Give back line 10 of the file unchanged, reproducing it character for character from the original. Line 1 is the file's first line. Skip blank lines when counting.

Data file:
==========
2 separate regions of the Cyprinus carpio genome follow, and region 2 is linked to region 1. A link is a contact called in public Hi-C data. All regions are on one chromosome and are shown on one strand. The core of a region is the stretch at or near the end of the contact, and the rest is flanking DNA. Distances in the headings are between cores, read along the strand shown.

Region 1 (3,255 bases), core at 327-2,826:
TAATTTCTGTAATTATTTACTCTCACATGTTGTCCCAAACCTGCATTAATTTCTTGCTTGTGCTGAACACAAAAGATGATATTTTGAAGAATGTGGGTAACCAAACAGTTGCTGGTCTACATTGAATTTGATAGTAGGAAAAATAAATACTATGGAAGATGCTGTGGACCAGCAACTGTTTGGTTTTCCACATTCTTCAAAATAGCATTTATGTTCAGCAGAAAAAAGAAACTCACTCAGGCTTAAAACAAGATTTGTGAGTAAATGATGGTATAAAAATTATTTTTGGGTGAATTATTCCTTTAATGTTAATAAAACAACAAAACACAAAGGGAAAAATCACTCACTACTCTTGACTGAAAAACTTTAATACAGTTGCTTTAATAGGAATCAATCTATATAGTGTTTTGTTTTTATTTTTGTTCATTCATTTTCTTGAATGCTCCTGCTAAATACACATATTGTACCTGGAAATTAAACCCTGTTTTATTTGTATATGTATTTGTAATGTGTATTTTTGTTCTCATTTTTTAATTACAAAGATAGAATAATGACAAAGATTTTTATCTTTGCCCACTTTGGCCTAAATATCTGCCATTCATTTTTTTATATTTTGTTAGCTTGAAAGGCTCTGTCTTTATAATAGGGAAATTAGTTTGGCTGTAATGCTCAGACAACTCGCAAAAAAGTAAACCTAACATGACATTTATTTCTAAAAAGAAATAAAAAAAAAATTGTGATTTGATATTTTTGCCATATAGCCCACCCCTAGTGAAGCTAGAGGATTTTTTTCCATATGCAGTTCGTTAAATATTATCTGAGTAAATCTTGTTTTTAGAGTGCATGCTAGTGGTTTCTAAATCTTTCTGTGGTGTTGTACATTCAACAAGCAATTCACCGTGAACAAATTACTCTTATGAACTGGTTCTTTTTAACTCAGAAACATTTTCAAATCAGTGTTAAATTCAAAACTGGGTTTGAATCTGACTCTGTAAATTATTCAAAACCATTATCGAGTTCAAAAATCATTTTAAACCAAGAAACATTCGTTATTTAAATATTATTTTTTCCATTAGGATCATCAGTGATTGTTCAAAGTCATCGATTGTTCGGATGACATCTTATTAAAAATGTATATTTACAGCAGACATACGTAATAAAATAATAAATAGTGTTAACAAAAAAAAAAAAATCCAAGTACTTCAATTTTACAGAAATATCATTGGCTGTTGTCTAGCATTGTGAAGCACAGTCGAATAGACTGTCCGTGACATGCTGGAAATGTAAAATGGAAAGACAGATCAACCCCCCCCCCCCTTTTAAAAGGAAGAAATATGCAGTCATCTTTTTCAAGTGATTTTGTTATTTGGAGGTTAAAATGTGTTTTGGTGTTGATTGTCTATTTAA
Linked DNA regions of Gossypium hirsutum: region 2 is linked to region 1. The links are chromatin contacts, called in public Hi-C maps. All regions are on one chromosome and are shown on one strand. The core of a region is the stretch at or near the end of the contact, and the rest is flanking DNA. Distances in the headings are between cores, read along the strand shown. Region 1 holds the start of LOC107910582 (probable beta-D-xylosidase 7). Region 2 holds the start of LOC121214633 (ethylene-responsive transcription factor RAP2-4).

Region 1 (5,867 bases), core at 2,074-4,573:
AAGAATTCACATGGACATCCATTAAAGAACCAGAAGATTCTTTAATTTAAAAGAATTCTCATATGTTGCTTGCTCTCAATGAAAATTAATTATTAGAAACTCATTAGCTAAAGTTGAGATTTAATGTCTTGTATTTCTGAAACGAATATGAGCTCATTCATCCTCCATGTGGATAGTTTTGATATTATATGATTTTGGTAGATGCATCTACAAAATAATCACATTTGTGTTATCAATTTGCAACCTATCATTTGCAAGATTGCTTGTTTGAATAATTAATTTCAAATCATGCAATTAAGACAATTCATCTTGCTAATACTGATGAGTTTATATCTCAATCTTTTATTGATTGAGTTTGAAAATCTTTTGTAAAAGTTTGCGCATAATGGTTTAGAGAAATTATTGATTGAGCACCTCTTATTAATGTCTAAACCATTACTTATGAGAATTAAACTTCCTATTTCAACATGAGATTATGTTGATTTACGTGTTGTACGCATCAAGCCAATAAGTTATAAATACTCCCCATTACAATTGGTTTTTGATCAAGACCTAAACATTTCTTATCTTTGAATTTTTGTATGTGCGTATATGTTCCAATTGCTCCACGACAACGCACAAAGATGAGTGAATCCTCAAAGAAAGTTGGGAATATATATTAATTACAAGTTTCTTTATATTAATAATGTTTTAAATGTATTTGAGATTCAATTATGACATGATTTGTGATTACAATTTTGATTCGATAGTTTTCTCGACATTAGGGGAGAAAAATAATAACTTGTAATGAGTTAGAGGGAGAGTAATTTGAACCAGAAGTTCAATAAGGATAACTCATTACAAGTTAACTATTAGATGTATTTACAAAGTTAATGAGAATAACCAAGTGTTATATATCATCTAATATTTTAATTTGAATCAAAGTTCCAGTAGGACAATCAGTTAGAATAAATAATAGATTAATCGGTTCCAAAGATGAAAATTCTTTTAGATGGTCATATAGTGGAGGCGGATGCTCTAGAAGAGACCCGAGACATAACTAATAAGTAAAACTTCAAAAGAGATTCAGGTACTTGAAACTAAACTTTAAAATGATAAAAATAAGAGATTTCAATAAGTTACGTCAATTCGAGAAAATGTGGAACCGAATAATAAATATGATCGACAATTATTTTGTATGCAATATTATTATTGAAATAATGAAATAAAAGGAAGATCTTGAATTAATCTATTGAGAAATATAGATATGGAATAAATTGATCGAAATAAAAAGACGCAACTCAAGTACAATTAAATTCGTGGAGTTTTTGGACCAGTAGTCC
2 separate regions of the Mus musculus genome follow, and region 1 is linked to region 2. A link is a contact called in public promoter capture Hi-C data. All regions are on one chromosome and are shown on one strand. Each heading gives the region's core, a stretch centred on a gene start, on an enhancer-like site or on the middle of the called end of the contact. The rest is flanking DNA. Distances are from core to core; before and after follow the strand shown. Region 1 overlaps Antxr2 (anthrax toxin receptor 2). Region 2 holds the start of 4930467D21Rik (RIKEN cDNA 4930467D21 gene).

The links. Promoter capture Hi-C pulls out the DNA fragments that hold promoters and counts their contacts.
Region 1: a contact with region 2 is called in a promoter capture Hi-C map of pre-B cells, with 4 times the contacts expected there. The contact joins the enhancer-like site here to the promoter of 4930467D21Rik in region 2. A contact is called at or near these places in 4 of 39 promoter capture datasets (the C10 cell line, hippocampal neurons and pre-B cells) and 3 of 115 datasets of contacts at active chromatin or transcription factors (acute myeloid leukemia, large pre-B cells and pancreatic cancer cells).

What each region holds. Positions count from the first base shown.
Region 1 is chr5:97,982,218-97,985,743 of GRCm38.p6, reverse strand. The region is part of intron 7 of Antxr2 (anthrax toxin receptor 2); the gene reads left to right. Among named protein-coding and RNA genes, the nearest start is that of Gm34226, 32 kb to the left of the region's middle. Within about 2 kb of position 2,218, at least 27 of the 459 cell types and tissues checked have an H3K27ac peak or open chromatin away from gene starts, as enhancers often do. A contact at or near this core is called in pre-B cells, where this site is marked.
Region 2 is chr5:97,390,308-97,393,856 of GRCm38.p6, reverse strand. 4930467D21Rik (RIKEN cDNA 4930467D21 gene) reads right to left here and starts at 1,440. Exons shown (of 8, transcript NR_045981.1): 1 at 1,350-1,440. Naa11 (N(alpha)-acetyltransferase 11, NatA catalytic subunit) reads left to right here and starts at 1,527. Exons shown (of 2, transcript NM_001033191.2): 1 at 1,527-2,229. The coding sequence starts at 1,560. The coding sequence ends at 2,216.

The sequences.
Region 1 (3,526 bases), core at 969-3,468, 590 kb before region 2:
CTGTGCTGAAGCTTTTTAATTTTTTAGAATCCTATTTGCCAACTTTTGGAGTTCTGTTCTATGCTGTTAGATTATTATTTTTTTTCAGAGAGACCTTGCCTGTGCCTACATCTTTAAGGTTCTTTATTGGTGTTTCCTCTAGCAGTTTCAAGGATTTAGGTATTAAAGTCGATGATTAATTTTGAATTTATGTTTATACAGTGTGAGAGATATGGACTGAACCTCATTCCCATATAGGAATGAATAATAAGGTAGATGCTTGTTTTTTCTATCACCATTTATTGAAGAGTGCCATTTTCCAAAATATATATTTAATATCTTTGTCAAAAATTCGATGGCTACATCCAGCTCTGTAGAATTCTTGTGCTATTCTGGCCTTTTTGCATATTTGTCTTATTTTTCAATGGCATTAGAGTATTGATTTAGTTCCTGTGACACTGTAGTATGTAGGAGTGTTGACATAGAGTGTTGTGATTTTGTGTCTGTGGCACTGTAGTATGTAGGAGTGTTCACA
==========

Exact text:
What each region holds. Positions count from the first base shown.